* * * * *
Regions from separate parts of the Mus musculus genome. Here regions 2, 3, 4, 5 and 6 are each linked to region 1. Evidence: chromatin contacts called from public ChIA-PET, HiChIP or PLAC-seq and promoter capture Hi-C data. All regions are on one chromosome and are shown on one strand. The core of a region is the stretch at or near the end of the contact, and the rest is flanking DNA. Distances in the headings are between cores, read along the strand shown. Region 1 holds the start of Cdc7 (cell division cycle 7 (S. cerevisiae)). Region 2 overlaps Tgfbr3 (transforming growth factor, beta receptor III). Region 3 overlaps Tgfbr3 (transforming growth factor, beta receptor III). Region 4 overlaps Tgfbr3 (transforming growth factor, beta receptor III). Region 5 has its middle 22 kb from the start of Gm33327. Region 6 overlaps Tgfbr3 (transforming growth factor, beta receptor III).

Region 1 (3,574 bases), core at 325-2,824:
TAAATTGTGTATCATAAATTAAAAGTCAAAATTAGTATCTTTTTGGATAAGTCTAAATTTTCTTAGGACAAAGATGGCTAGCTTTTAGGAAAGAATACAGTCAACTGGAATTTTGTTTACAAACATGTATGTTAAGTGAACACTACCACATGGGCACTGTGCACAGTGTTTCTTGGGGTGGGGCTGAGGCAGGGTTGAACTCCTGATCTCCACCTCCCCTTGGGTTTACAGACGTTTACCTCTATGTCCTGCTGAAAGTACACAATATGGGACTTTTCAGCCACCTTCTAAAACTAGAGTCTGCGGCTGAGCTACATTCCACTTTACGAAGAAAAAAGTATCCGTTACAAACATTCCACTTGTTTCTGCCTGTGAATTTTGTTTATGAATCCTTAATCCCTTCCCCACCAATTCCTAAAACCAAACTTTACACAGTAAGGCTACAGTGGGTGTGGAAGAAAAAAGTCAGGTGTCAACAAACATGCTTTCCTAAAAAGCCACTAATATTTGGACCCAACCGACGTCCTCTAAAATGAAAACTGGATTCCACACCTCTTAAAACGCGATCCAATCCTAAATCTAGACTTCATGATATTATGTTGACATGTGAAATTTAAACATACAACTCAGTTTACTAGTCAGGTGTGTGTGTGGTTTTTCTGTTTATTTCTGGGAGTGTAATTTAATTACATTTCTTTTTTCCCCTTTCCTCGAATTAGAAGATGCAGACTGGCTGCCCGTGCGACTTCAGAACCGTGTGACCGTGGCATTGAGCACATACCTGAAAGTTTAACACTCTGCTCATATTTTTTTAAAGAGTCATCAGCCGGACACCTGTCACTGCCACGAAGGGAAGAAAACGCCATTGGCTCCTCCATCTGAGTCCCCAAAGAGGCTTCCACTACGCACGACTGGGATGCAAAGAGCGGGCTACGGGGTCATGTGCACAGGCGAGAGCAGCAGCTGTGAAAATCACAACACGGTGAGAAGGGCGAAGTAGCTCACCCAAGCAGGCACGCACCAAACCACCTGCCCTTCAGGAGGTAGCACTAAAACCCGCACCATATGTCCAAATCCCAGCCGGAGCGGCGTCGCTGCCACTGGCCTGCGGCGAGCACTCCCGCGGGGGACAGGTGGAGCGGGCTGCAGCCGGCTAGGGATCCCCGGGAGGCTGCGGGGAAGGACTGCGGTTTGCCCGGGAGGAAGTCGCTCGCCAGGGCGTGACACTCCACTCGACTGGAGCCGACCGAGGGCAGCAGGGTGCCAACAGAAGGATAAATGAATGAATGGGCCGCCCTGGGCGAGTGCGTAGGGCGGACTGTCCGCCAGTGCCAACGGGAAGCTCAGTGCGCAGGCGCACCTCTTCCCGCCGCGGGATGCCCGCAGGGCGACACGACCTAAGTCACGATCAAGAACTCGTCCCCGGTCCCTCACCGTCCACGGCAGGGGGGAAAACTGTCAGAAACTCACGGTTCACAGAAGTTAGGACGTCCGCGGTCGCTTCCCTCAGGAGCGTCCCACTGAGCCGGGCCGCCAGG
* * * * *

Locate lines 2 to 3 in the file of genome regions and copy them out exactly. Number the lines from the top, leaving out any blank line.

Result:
Region 1 (3,574 bases), core at 325-2,824:
TAAATTGTGTATCATAAATTAAAAGTCAAAATTAGTATCTTTTTGGATAAGTCTAAATTTTCTTAGGACAAAGATGGCTAGCTTTTAGGAAAGAATACAGTCAACTGGAATTTTGTTTACAAACATGTATGTTAAGTGAACACTACCACATGGGCACTGTGCACAGTGTTTCTTGGGGTGGGGCTGAGGCAGGGTTGAACTCCTGATCTCCACCTCCCCTTGGGTTTACAGACGTTTACCTCTATGTCCTGCTGAAAGTACACAATATGGGACTTTTCAGCCACCTTCTAAAACTAGAGTCTGCGGCTGAGCTACATTCCACTTTACGAAGAAAAAAGTATCCGTTACAAACATTCCACTTGTTTCTGCCTGTGAATTTTGTTTATGAATCCTTAATCCCTTCCCCACCAATTCCTAAAACCAAACTTTACACAGTAAGGCTACAGTGGGTGTGGAAGAAAAAAGTCAGGTGTCAACAAACATGCTTTCCTAAAAAGCCACTAATATTTGGACCCAACCGACGTCCTCTAAAATGAAAACTGGATTCCACACCTCTTAAAACGCGATCCAATCCTAAATCTAGACTTCATGATATTATGTTGACATGTGAAATTTAAACATACAACTCAGTTTACTAGTCAGGTGTGTGTGTGGTTTTTCTGTTTATTTCTGGGAGTGTAATTTAATTACATTTCTTTTTTCCCCTTTCCTCGAATTAGAAGATGCAGACTGGCTGCCCGTGCGACTTCAGAACCGTGTGACCGTGGCATTGAGCACATACCTGAAAGTTTAACACTCTGCTCATATTTTTTTAAAGAGTCATCAGCCGGACACCTGTCACTGCCACGAAGGGAAGAAAACGCCATTGGCTCCTCCATCTGAGTCCCCAAAGAGGCTTCCACTACGCACGACTGGGATGCAAAGAGCGGGCTACGGGGTCATGTGCACAGGCGAGAGCAGCAGCTGTGAAAATCACAACACGGTGAGAAGGGCGAAGTAGCTCACCCAAGCAGGCACGCACCAAACCACCTGCCCTTCAGGAGGTAGCACTAAAACCCGCACCATATGTCCAAATCCCAGCCGGAGCGGCGTCGCTGCCACTGGCCTGCGGCGAGCACTCCCGCGGGGGACAGGTGGAGCGGGCTGCAGCCGGCTAGGGATCCCCGGGAGGCTGCGGGGAAGGACTGCGGTTTGCCCGGGAGGAAGTCGCTCGCCAGGGCGTGACACTCCACTCGACTGGAGCCGACCGAGGGCAGCAGGGTGCCAACAGAAGGATAAATGAATGAATGGGCCGCCCTGGGCGAGTGCGTAGGGCGGACTGTCCGCCAGTGCCAACGGGAAGCTCAGTGCGCAGGCGCACCTCTTCCCGCCGCGGGATGCCCGCAGGGCGACACGACCTAAGTCACGATCAAGAACTCGTCCCCGGTCCCTCACCGTCCACGGCAGGGGGGAAAACTGTCAGAAACTCACGGTTCACAGAAGTTAGGACGTCCGCGGTCGCTTCCCTCAGGAGCGTCCCACTGAGCCGGGCCGCCAGG